Q & A: Soprano Venera Gimadieva on Balancing Her Profession & Motherhood

By Polina Lyapustina
(Credit: Kristina Kalinina)

At the beginning of the season, soprano Venera Gimadieva was forced to cancel a performance of “Francesca da Rimini” in Amsterdam. It was for the first time in her 13-year career as an opera singer that she had to take such an action and withdraw from an engagement. But the reason was simple and understandable for any woman — the soprano found out that she is expecting her first and long-awaited child.

However, what seems to be a natural and joyous occasion for most families is not that simple for an opera singer of our time.

In Gimadieva’s case, the matters were made more difficult as she experienced complications in the beginning of her pregnancy and, as a result, was prohibited by her doctor from the long flights. This led to the further cancelation of her performances of “The Golden Cockerel” in Dallas. Although she braved the first night of “La Traviata” in Munich, she ended up bleeding right on stage and had to be taken to hospital straight after the performance.

OperaWire recently spoke to the soprano about her decision to become a mother at the peak of her career and how she hopes to balance her career and her future motherhood. 

OperaWire: How did it start for you – such a hard-working person, a famous singer, a contemporary woman? How did this understanding that you were ready for something more come about?

Venera Gimadieva:  It’s not that I’ve never thought about it. I always knew that one day I’ll be a mum. I have not been preparing for it for my entire life, but this idea was always with me. When it comes, nevertheless, even if it is planned — it’s still a shock. You look at your schedule and see how many performances you will be forced to cancel, how many opportunities you will miss.

Of course, some of them are very important but I must accept that now I have something more important to do. For my family and its future, I have to sacrifice some of my career.

OW: These first cancelations were painful, but you certainly understood that pregnancy is just the beginning of your lifelong journey as a mother.

VG: I don’t expect it to be easy, but I hope I’ll be ready for that. After this period, I’ll have to get in shape fast — physically and vocally. I’m involved in some new projects for the next season, and I have to adjust my voice by that time. And of course, I will have to do all that looking after my baby at the same time.

I cannot even be sure that my voice will remain the same. During the first trimester, my body has already changed a lot. My immune system struggled, and I got tracheitis. It could easily cause complications. I also had early bleedings and was worried that I might lose my baby.

OW: How did you feel when you started to experience these changes you couldn’t stand up to?

VG: I was scared at first. I had to cancel “Francesca da Rimini” in Amsterdam. I felt like my world was slipping away. But once I got better, I wanted to prove that I wasn’t losing control.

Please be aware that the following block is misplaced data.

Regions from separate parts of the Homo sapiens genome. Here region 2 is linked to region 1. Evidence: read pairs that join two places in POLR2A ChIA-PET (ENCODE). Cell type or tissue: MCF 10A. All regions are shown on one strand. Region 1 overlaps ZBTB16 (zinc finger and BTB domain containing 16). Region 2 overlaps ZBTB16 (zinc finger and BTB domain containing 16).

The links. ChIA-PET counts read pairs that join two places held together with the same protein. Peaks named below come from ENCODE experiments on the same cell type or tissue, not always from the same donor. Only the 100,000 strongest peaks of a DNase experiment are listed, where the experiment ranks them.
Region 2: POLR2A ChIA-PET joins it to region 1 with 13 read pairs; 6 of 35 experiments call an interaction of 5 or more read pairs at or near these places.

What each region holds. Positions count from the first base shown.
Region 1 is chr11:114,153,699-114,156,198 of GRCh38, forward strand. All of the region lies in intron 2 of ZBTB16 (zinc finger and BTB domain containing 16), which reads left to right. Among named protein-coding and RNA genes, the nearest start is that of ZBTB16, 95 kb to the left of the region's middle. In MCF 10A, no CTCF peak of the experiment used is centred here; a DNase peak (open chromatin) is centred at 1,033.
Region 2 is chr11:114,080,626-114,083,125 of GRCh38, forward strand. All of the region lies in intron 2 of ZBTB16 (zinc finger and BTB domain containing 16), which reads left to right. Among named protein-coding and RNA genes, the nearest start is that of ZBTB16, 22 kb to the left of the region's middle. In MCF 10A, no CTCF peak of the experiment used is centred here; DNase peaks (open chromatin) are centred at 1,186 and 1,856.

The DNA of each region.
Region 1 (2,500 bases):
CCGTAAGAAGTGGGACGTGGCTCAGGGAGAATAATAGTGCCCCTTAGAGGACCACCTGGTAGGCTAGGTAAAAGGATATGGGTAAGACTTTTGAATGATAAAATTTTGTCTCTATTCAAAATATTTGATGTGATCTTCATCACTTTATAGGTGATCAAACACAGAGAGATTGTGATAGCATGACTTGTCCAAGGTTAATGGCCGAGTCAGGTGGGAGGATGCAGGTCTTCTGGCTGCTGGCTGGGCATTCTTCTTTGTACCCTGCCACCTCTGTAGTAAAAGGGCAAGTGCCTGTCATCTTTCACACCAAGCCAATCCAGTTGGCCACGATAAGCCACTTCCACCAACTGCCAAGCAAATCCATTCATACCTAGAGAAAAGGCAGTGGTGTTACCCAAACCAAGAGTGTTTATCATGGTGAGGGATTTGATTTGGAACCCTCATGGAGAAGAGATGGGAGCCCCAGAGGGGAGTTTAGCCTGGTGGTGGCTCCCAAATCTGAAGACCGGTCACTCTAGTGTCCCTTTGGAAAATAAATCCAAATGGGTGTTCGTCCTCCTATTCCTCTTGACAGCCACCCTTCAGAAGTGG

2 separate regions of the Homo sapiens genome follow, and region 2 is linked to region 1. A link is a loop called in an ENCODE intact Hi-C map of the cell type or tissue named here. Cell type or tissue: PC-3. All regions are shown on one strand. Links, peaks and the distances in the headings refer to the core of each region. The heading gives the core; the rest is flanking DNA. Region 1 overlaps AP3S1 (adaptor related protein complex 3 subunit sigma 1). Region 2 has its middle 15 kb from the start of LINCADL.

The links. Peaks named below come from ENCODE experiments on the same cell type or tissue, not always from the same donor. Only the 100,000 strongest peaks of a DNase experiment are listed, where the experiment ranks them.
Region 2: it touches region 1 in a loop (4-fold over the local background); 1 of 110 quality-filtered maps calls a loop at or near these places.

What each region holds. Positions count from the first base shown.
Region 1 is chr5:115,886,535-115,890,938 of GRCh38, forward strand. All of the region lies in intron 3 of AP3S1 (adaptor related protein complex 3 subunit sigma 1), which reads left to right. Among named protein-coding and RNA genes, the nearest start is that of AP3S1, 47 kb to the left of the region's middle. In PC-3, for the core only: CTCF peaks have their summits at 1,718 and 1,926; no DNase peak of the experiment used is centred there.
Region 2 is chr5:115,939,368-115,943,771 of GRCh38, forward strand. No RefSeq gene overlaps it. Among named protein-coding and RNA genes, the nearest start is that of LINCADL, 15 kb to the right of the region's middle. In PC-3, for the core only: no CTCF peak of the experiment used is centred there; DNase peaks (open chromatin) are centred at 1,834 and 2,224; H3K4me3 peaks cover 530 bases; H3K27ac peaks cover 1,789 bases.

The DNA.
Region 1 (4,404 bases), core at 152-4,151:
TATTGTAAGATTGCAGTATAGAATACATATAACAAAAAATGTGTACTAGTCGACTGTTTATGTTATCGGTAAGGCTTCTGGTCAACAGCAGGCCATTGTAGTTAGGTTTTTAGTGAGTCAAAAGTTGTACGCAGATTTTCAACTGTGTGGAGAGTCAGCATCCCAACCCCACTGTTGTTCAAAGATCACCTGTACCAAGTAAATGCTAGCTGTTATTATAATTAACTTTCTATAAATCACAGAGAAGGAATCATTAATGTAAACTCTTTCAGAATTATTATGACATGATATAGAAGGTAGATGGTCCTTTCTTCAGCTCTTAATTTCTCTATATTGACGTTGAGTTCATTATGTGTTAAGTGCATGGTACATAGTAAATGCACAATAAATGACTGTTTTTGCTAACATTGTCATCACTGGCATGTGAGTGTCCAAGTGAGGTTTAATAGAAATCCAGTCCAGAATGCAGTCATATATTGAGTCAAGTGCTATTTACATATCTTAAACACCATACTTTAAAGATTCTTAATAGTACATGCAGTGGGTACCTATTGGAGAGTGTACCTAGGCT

I decided to take a risk and went to Munich to sing four performances of “La Traviata.” That turned out truly dramatic. I fell ill on stage but tried to finish the show as best as I could. That was the hardest performance in my life. I just wanted to go to the hospital, but then I would let my colleagues and audience down. So I took a few pills and performed until the end.

This moment was probably a turning point. It was hard to imagine I could continue performing like that. Of course, I canceled the rest of the run. Painfully. In my whole career, I haven’t canceled anything. I used to be the opposite — a person who was always ready to save the day, on whom you could always rely. And with every performance I had to cancel in the last few months, I tried to find a way to perform anyway but eventually understood that I simply couldn’t.

My cancelation of Dallas where I was scheduled to sing “The Golden Cockerel” was especially hard. However, I understand that I need to think of this little miracle inside of me. I also understand that I cannot risk my health as I did in Munich anymore.



OW: You said you were afraid to let so many people down. Why do you feel so much responsibility?

VG: When you are weakened by some reason, you want to overcome it. And if you do, you feel an incredible power inside. I used to sing being ill. When I was at the Bolshoi, I opened the run of “La Traviata” covering for Albina Shagimuratova, we were both ill but I couldn’t step back.

And in the situation with Munich, I was positive about my decision to sing. I rehearsed, prepared and was confident that I could do it. And then people came to see the opera, they don’t have to know about my problems.

OW: What makes a singer perform over any circumstance? 

VG: In the opera industry, we have a lot of competition and short careers. These factors hit singers with high demand because we perceive opera as a life path, not just a career. 

The logic is simple — if we don’t give in to our weaknesses, we win. But it also means that if we can’t do that, we lose. The reason is that we can’t feel secure and safe, we should always be ready to do our best. We are moved by the fear of being replaced. 

It affects our entire private life too. You have less time for anything. You have to sing, rehearse, perform instead of doing anything else. And it would be correct to say we choose this ourselves, but the alternative is to lose your position in the profession. 

OW: What are your thoughts about leaving the stage for a considerable time? 

VG: Several years ago, I would say I couldn’t take a break. To leave the stage even for a short while would be a professional suicide. But now I feel a bit more confident. I’ve built a name and have several upcoming projects that are waiting for me.

And yet, I can’t be sure who I will become when I’m back. What will happen to my voice? How my body will change? How much will I have to work on it? Will I have to change my repertoire? These questions slightly overwhelm me at present. 

OW: Would it be a positive challenge or a problem if the voice changes?